Employment and Independent Contractor Agreements

Employment Contracts


Some employees are hired pursuant to a verbal contract of employment. For others, the terms of the contract are set out in a formal agreement.

Written or oral, the agreement between employer and employee is a contract. If some terms of the agreement are uncertain, then basic rights and obligations are implied at law. In addition, all employment agreements are subject to statutory minimum obligations (for example under the British Columbia Employment Standards Act) which cannot be limited or curtailed by contract.

An employment agreement is almost always presented to the employee as an offer that is prior to acceptance by the employee. As an employee, it is important that you obtain independent legal advice prior to accepting any offer of employment. Once accepted, any written agreement is likely enforceable.

As an employer, it is a good practice to implement formal employment agreements at the time of hire. This promotes clarity and certainty and can also serve to confine an employee’s entitlement to notice (or payment in lieu of notice) on termination.

Independent Contractor Agreements 

The distinction between independent contractor and employee is critical and getting it wrong can potentially have immense consequences for both parties.

Businesses often need work done by a professional that may not require the full-time dedication of an employee. Independent contractors can fill this role, yet the contractor client relationship is can be problematic, especially when expectations of both parties are not set out clearly. That’s where independent contractor agreements come in. Independent contractor agreements define the relationship between the parties, dictate the terms and expectations of the project, and ensure that the contractor’s status remains as an independent contractor.

Although every independent contractor agreement is different depending on the duration of the project, the scope of the work to be done, and other factors, most agreements address the following key terms and provisions:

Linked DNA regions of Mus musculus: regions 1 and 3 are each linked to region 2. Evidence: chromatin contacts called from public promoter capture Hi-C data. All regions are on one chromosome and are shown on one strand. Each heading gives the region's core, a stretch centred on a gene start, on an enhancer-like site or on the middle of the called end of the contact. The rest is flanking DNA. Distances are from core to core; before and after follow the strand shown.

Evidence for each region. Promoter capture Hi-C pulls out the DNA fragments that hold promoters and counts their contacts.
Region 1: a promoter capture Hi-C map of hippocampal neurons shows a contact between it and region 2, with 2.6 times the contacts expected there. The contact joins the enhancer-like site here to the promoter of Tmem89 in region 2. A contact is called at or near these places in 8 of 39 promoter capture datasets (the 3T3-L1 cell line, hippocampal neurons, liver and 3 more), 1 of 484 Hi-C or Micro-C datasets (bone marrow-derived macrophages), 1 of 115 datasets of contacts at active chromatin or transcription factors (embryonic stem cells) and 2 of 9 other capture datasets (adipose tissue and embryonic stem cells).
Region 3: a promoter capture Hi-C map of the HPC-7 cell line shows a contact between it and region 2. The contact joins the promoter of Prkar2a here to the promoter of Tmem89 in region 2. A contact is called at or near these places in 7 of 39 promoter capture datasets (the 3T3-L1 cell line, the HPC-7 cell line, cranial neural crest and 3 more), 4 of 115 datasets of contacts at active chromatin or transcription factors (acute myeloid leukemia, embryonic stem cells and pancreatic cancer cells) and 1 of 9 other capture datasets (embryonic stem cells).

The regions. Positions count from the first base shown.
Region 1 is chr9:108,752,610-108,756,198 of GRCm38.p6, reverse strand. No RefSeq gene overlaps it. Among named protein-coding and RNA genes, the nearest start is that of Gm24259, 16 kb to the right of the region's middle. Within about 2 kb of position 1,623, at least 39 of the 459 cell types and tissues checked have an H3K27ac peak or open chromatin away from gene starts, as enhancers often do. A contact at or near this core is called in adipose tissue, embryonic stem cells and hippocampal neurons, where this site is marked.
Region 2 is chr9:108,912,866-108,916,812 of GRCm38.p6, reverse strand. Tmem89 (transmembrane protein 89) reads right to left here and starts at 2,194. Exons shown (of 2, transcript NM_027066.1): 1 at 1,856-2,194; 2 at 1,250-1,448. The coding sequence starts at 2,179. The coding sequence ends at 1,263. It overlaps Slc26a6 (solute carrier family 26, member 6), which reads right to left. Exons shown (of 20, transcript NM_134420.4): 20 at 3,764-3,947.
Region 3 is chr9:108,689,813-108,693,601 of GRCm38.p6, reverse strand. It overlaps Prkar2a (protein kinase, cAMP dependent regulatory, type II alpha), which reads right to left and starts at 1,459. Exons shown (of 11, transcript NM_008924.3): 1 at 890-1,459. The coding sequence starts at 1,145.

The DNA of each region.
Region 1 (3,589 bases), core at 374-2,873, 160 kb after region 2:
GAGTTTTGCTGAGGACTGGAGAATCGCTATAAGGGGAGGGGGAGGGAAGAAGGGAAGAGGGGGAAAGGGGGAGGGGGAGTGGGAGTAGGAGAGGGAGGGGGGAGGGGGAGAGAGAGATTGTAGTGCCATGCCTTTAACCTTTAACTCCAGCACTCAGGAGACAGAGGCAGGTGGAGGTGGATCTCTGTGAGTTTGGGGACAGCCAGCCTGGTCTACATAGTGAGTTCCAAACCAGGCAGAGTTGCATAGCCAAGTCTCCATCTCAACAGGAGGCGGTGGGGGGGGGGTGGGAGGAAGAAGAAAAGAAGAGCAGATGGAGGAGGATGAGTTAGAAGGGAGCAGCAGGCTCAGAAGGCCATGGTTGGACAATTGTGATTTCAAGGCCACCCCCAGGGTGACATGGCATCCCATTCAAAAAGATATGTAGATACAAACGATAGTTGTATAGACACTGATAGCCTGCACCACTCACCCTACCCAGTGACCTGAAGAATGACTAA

• Scope of Services. The contract should define the general work expected and the expectations of what will be delivered and when.
  • Scope of Work. The contract should clearly define the work product to be completed, timelines and milestone dates, and requirements for each milestone as specifically as possible.
  • Payments. The amount and timeline for payment must be defined.
  • Expenses. All known expenses related to the project should be defined and allocated.
  • Client and Contractor Responsibilities. The contract should be clear as to what each party is responsible for.
  • Non-Disclosure/Non-Solicitation. The contract should have provisions limiting disclosure of the company’s or the business’s confidential information or trade-secrets as well as limitation on the solicitation of the company’s or business’s customers or clients.
  • Intellectual Property Assignment. Most independent contractors will be creating valuable intellectual property for the company or business, but as a non-employee, this remains the property of the contractor unless otherwise stipulated. When possible, it is best to assign ownership of the intellectual property rights developed through the project to the company or business.
  • Dispute Resolution. Provisions for dispute resolution can often save the parties uncertainty and delays.
  • Term and Termination. This establishes the duration of the contractor agreement and procedures for termination. 

Limitations of Independent Contractor Agreements

No matter how well you draft an independent contractor agreement, it will still be limited. Because the employee relationship and the business relationship can fall within a gray area, it is important to do what you can to protect your independent contractor status. When the subject matter is disputed (often initiated with the Canada Revenue Agency), the courts have generally looked at the following criteria in rendering their decisions:


control – more control is generally exercised by an employer over an employee than by a client over an independent contractor.
chance of profit/risk of loss – independent contractors usually have some degree of financial risk, and more opportunity for profit than employees.
integration – an employee’s job will be an integral part of an employer’s business, where the tasks performed by an independent contractor will likely be less integrated with the clients’ business
tools and equipment – independent contractors are more likely to be supplying their own tools and equipment, as well as being responsible for their maintenance


These topics are further explained in the CRA publication RC4110 Employee or self-employed.  A comprehensive checklist is also provided in this publication.  This checklist is useful for a worker or a payer (employer/client) to help determine whether their relationship is a business relationship or an employer/employee relationship.

It is important to be aware of the limitations of an employment agreement or independent contractor agreement before ever signing one. At Sodagar & Company, we can assist in drafting employment and independent contractor agreements and provide strategic advice on how to structure the relationship in order to defend your position of being an employee or independent contractor where there is a dispute.

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